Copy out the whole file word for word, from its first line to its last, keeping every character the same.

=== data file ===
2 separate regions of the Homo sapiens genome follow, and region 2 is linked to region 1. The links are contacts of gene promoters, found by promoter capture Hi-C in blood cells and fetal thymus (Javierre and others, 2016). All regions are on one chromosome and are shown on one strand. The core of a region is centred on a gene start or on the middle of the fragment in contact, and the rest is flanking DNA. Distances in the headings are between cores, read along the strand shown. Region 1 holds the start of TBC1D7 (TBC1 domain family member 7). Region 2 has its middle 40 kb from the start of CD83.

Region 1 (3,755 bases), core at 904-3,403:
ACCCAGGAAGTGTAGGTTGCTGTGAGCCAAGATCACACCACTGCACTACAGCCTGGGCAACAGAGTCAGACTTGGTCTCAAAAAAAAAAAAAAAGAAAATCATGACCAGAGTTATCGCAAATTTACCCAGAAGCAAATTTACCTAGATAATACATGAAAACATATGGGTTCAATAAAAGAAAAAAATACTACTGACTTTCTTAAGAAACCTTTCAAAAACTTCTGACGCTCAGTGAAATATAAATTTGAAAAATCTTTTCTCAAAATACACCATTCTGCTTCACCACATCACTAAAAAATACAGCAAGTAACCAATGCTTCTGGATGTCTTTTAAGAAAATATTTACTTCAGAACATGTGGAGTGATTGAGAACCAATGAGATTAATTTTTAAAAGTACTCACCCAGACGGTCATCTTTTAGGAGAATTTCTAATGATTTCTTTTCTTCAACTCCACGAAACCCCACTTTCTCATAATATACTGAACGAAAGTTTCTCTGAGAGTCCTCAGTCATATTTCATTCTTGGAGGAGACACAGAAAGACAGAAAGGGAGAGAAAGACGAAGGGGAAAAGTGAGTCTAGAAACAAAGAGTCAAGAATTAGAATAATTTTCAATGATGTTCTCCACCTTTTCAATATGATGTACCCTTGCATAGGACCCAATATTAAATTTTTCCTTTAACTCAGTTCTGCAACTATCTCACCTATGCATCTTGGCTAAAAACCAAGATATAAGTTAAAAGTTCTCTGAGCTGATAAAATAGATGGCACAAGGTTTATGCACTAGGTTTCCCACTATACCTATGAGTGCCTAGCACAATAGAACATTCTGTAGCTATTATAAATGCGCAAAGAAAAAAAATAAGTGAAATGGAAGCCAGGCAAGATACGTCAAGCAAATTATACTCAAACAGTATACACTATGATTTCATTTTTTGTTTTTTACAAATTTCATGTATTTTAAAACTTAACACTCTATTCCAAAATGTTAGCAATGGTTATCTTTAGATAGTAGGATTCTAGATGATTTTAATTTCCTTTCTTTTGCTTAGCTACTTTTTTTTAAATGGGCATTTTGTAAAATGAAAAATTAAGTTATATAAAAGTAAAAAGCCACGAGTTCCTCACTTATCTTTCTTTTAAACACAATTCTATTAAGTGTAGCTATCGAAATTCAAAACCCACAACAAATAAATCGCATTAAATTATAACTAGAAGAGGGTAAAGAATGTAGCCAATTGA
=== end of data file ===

2 separate regions of the Homo sapiens genome follow, and region 2 is linked to region 1. The links are contacts of gene promoters, found by promoter capture Hi-C in blood cells and fetal thymus (Javierre and others, 2016). All regions are on one chromosome and are shown on one strand. The core of a region is centred on a gene start or on the middle of the fragment in contact, and the rest is flanking DNA. Distances in the headings are between cores, read along the strand shown. Region 1 holds the start of TBC1D7 (TBC1 domain family member 7). Region 2 has its middle 40 kb from the start of CD83.

Region 1 (3,755 bases), core at 904-3,403:
ACCCAGGAAGTGTAGGTTGCTGTGAGCCAAGATCACACCACTGCACTACAGCCTGGGCAACAGAGTCAGACTTGGTCTCAAAAAAAAAAAAAAAGAAAATCATGACCAGAGTTATCGCAAATTTACCCAGAAGCAAATTTACCTAGATAATACATGAAAACATATGGGTTCAATAAAAGAAAAAAATACTACTGACTTTCTTAAGAAACCTTTCAAAAACTTCTGACGCTCAGTGAAATATAAATTTGAAAAATCTTTTCTCAAAATACACCATTCTGCTTCACCACATCACTAAAAAATACAGCAAGTAACCAATGCTTCTGGATGTCTTTTAAGAAAATATTTACTTCAGAACATGTGGAGTGATTGAGAACCAATGAGATTAATTTTTAAAAGTACTCACCCAGACGGTCATCTTTTAGGAGAATTTCTAATGATTTCTTTTCTTCAACTCCACGAAACCCCACTTTCTCATAATATACTGAACGAAAGTTTCTCTGAGAGTCCTCAGTCATATTTCATTCTTGGAGGAGACACAGAAAGACAGAAAGGGAGAGAAAGACGAAGGGGAAAAGTGAGTCTAGAAACAAAGAGTCAAGAATTAGAATAATTTTCAATGATGTTCTCCACCTTTTCAATATGATGTACCCTTGCATAGGACCCAATATTAAATTTTTCCTTTAACTCAGTTCTGCAACTATCTCACCTATGCATCTTGGCTAAAAACCAAGATATAAGTTAAAAGTTCTCTGAGCTGATAAAATAGATGGCACAAGGTTTATGCACTAGGTTTCCCACTATACCTATGAGTGCCTAGCACAATAGAACATTCTGTAGCTATTATAAATGCGCAAAGAAAAAAAATAAGTGAAATGGAAGCCAGGCAAGATACGTCAAGCAAATTATACTCAAACAGTATACACTATGATTTCATTTTTTGTTTTTTACAAATTTCATGTATTTTAAAACTTAACACTCTATTCCAAAATGTTAGCAATGGTTATCTTTAGATAGTAGGATTCTAGATGATTTTAATTTCCTTTCTTTTGCTTAGCTACTTTTTTTTAAATGGGCATTTTGTAAAATGAAAAATTAAGTTATATAAAAGTAAAAAGCCACGAGTTCCTCACTTATCTTTCTTTTAAACACAATTCTATTAAGTGTAGCTATCGAAATTCAAAACCCACAACAAATAAATCGCATTAAATTATAACTAGAAGAGGGTAAAGAATGTAGCCAATTGA